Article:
Keep In Mind...
- As an incentive, you can choose to offer free shipping on individual artworks to potential buyers.
- Remember, you can add the cost of packaging & insurance into the price of your artwork.
- Insurance will not cover inadequate packaging.
- Take a good quality photo of the artwork & the package (if possible with the date showing) before you dispatch it to the buyer.
- It’s in your interest to package your artwork in a professional manner
- Know the size & weight of your artwork.
- Always have enough packing materials at hand when an artwork is sold.
- Ensure that your artwork is dry before shipping.
- When packing 2 paintings, they should be placed back to back.
- Please keep in mind that in transit other objects may be placed on top of your package.
- Package your artwork to prevent damage from being pressed against, bent or dropped.
- Use a box that is slightly larger than your artwork to allow enough room for packing material on all sides.
- Pack your artwork so it will not shift within the box.
- Allow easy access from at least one side of the package for inspection by customs.
- Don’t use polystyrene beads or peanuts. They cause a mess when the package is opened.
- Pipe insulation tubing is ideal for protecting frames.
- Don’t place bubble wrap directly next to the surface of a painting as it may leave marks.
- Before you tape the parcel, close & shake it. If the artwork moves you will need to add more packing material.
- Use reinforced packing tape at least 5cm wide. Only use waterproof tape. Avoid using sellotape, masking tape or string, which may loosen in transit.
- Tape all openings and seams.
- Reinforce the corners with corrugated cardboard pieces.
- If you are reusing a box, cover or remove all previous labels or information.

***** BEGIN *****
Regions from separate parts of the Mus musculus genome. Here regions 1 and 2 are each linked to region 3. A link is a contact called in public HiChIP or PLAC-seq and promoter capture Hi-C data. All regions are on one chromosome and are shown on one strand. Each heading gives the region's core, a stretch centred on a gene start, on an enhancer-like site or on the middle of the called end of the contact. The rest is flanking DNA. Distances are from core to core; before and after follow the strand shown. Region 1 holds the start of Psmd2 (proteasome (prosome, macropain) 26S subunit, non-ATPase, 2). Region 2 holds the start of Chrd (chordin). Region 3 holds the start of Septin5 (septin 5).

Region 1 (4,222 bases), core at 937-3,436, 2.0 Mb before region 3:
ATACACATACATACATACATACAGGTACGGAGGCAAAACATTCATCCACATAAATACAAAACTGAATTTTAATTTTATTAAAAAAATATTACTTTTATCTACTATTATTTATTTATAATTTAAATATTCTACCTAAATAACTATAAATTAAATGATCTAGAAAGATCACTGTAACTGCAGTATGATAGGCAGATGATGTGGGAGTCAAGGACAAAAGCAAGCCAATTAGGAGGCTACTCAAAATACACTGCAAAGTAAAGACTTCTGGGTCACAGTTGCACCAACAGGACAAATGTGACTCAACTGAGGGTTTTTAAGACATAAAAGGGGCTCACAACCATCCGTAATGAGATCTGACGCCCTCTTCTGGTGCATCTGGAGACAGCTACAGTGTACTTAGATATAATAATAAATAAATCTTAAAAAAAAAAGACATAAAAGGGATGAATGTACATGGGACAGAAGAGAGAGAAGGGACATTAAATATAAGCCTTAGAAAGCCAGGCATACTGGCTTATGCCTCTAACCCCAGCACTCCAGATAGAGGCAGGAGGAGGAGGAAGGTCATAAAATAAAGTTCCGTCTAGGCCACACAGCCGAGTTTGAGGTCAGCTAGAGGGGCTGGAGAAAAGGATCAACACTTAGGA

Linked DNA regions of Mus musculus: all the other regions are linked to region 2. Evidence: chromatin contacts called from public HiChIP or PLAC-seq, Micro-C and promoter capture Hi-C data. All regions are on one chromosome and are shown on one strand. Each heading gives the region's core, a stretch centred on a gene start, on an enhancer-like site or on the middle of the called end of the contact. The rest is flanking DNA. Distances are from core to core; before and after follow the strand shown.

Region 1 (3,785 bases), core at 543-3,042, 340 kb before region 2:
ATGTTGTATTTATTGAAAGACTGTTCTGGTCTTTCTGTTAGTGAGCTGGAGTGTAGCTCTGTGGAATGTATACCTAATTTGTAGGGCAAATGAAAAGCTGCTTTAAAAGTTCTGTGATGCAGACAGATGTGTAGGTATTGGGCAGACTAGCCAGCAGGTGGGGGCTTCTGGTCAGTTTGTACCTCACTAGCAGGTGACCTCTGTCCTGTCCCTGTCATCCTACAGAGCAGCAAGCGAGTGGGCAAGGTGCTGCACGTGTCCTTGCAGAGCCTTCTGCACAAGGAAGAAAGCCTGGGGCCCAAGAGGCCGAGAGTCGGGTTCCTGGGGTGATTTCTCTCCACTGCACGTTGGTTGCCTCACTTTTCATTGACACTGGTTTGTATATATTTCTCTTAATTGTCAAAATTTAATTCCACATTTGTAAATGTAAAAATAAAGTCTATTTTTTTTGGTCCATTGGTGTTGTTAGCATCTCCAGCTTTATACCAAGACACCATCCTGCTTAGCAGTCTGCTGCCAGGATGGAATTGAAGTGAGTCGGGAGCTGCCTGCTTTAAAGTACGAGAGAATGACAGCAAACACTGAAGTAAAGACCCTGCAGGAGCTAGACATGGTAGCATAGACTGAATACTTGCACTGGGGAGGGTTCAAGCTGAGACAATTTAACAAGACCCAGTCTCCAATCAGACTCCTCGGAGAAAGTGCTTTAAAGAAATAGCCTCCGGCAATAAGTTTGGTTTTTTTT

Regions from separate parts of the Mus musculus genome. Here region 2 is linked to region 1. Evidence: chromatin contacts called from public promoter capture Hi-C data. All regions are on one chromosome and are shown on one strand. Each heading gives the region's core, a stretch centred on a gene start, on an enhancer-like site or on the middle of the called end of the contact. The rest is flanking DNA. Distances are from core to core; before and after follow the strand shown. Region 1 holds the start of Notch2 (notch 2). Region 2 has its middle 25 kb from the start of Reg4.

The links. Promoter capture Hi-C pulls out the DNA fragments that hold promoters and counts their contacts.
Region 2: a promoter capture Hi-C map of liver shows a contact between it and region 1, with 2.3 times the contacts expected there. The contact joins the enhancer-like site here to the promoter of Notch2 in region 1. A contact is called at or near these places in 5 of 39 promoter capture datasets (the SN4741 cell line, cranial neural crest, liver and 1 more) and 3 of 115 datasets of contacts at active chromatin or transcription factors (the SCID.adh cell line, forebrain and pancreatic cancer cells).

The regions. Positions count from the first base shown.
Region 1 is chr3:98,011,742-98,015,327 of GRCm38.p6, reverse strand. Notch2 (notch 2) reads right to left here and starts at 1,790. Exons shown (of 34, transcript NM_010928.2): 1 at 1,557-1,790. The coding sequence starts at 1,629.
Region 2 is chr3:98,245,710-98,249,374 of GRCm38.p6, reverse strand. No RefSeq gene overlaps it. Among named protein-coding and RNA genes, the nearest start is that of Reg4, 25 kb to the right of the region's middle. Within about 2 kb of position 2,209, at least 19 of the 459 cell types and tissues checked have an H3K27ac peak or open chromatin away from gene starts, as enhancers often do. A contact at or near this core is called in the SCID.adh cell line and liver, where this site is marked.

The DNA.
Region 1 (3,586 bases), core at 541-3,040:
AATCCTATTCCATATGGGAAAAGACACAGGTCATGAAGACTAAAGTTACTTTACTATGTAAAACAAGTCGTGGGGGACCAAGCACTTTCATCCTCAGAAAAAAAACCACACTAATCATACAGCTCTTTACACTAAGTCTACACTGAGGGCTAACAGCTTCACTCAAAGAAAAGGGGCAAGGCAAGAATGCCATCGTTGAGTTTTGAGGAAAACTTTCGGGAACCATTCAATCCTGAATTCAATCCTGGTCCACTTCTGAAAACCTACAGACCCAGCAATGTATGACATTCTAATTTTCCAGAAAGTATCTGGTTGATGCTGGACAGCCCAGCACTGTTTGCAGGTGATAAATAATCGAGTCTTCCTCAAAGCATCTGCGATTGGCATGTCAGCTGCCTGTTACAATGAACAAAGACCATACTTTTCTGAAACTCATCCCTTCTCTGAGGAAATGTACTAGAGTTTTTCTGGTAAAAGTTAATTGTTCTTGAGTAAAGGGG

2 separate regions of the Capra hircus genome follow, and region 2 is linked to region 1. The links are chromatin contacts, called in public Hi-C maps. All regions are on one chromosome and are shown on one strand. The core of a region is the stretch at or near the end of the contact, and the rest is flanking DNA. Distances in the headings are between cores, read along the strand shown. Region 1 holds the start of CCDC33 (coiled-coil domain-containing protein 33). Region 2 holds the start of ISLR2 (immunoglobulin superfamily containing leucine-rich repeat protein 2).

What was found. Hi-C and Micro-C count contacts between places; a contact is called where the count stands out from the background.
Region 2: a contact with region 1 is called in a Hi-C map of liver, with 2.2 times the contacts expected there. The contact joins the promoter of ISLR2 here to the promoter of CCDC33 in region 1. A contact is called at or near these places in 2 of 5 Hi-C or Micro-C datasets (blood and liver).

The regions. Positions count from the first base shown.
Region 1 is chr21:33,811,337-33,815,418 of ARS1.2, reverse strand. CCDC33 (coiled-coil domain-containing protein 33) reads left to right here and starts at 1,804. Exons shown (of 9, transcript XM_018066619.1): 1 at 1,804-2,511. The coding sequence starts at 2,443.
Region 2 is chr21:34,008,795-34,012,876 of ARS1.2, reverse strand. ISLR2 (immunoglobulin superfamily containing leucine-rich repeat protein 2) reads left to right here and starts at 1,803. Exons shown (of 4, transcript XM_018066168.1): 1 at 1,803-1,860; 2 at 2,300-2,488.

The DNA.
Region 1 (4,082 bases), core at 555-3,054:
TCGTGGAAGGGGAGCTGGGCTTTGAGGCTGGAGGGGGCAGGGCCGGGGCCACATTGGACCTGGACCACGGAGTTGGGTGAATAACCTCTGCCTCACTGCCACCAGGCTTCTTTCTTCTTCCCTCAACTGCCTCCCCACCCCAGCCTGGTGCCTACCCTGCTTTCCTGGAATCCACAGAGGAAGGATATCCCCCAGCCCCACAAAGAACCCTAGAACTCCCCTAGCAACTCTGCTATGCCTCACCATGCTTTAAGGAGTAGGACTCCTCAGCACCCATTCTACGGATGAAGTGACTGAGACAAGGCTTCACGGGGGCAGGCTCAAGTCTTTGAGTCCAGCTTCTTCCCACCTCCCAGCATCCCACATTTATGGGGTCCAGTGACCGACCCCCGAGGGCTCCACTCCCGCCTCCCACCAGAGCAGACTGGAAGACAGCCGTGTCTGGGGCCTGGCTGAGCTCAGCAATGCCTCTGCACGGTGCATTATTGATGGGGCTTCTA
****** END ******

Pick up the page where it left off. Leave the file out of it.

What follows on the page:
On the inside of your package…
Attach a label to the back of the artwork stating the artist’s name & title.
On the outside of your package…
Label your package using permanent marker
FRAGILE (on all exterior sides of the package)
THIS WAY UP (With arrows pointing up)
OPEN HERE (Showing where parcel is to be opened)
YOUR NAME & ADDRESS (in case your package is lost, delayed or returned.)
- Never cover the scanning label with tape, as it may cause difficulty for the scanner in picking up the code.
- Cover paper labels with clear tape to protect against moisture.
- If desired, tape unpacking and packing instructions onto the outside of the package.
Shipping with Glass
Please think carefully before you ship artwork with glass. Although your artwork may be insured against glass breakage, shattered glass can completely destroy artwork.
If you choose to ship with glass, apply tape in a criss cross pattern over the glass. (Don’t apply tape if the glass has a UV coating.) This should help minimise damage to the artwork if the glass breaks.
Special products may be purchased to protect artwork against glass breakage: Air Float Glas-Skin
View fedex advice on packaging:
How to safely pack & ship framed artwork - Fed Ex
Tips for packing Unframed Artwork
- Use tissue paper or photography white cotton gloves when handling unframed artwork.
- Wrap the artwork in acid-free tissue paper. You can wrap your artwork with plastic for additional protection against moisture.
- To protect the corners of your unframed artwork, you can fold four sheets of acid free tissue paper into triangles, leaving one side open & then slip the open side over each corner.
- These corner protectors can then be secured to a backing board or foamcore, giving strong protection to the back of the artwork.